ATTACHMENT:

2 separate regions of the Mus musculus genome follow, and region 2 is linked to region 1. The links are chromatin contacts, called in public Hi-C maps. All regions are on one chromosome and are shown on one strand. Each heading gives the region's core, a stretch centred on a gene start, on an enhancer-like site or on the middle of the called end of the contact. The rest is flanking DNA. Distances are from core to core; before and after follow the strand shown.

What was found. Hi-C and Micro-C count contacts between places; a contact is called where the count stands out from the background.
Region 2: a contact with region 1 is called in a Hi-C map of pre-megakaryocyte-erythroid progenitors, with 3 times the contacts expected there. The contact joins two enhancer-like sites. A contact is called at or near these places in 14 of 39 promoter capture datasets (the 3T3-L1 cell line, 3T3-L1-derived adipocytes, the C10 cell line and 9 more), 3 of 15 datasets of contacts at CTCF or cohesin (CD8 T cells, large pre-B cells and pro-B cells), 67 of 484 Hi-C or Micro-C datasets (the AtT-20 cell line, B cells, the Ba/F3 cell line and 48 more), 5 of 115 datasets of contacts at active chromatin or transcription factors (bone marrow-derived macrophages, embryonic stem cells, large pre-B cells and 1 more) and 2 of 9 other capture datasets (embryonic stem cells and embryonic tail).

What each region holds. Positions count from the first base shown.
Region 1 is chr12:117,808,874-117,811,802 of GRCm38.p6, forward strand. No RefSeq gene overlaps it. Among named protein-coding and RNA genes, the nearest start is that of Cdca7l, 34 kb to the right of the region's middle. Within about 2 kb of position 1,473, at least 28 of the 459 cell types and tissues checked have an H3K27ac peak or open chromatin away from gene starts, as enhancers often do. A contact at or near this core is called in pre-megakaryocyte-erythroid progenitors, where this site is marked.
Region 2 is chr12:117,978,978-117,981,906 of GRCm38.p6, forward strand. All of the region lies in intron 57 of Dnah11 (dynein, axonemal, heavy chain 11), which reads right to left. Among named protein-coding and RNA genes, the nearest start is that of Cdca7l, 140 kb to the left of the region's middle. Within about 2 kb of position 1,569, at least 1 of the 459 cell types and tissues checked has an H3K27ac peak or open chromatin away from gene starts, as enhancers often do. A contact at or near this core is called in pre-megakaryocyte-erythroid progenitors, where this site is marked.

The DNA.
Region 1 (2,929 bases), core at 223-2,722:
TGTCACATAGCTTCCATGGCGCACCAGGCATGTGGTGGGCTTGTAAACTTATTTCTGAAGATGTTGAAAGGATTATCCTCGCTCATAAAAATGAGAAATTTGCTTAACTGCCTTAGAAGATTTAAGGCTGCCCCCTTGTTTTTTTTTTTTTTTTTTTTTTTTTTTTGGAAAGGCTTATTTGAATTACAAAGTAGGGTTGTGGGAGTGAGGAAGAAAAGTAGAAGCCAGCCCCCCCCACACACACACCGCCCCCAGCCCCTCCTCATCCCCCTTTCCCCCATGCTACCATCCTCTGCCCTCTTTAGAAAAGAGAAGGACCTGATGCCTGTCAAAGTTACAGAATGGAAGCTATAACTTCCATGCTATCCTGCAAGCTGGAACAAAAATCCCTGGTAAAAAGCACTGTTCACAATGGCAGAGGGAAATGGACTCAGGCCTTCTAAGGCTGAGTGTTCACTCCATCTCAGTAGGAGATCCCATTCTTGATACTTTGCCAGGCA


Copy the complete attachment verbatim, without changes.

2 separate regions of the Mus musculus genome follow, and region 2 is linked to region 1. The links are chromatin contacts, called in public Hi-C maps. All regions are on one chromosome and are shown on one strand. Each heading gives the region's core, a stretch centred on a gene start, on an enhancer-like site or on the middle of the called end of the contact. The rest is flanking DNA. Distances are from core to core; before and after follow the strand shown.

What was found. Hi-C and Micro-C count contacts between places; a contact is called where the count stands out from the background.
Region 2: a contact with region 1 is called in a Hi-C map of pre-megakaryocyte-erythroid progenitors, with 3 times the contacts expected there. The contact joins two enhancer-like sites. A contact is called at or near these places in 14 of 39 promoter capture datasets (the 3T3-L1 cell line, 3T3-L1-derived adipocytes, the C10 cell line and 9 more), 3 of 15 datasets of contacts at CTCF or cohesin (CD8 T cells, large pre-B cells and pro-B cells), 67 of 484 Hi-C or Micro-C datasets (the AtT-20 cell line, B cells, the Ba/F3 cell line and 48 more), 5 of 115 datasets of contacts at active chromatin or transcription factors (bone marrow-derived macrophages, embryonic stem cells, large pre-B cells and 1 more) and 2 of 9 other capture datasets (embryonic stem cells and embryonic tail).

What each region holds. Positions count from the first base shown.
Region 1 is chr12:117,808,874-117,811,802 of GRCm38.p6, forward strand. No RefSeq gene overlaps it. Among named protein-coding and RNA genes, the nearest start is that of Cdca7l, 34 kb to the right of the region's middle. Within about 2 kb of position 1,473, at least 28 of the 459 cell types and tissues checked have an H3K27ac peak or open chromatin away from gene starts, as enhancers often do. A contact at or near this core is called in pre-megakaryocyte-erythroid progenitors, where this site is marked.
Region 2 is chr12:117,978,978-117,981,906 of GRCm38.p6, forward strand. All of the region lies in intron 57 of Dnah11 (dynein, axonemal, heavy chain 11), which reads right to left. Among named protein-coding and RNA genes, the nearest start is that of Cdca7l, 140 kb to the left of the region's middle. Within about 2 kb of position 1,569, at least 1 of the 459 cell types and tissues checked has an H3K27ac peak or open chromatin away from gene starts, as enhancers often do. A contact at or near this core is called in pre-megakaryocyte-erythroid progenitors, where this site is marked.

The DNA.
Region 1 (2,929 bases), core at 223-2,722:
TGTCACATAGCTTCCATGGCGCACCAGGCATGTGGTGGGCTTGTAAACTTATTTCTGAAGATGTTGAAAGGATTATCCTCGCTCATAAAAATGAGAAATTTGCTTAACTGCCTTAGAAGATTTAAGGCTGCCCCCTTGTTTTTTTTTTTTTTTTTTTTTTTTTTTTGGAAAGGCTTATTTGAATTACAAAGTAGGGTTGTGGGAGTGAGGAAGAAAAGTAGAAGCCAGCCCCCCCCACACACACACCGCCCCCAGCCCCTCCTCATCCCCCTTTCCCCCATGCTACCATCCTCTGCCCTCTTTAGAAAAGAGAAGGACCTGATGCCTGTCAAAGTTACAGAATGGAAGCTATAACTTCCATGCTATCCTGCAAGCTGGAACAAAAATCCCTGGTAAAAAGCACTGTTCACAATGGCAGAGGGAAATGGACTCAGGCCTTCTAAGGCTGAGTGTTCACTCCATCTCAGTAGGAGATCCCATTCTTGATACTTTGCCAGGCA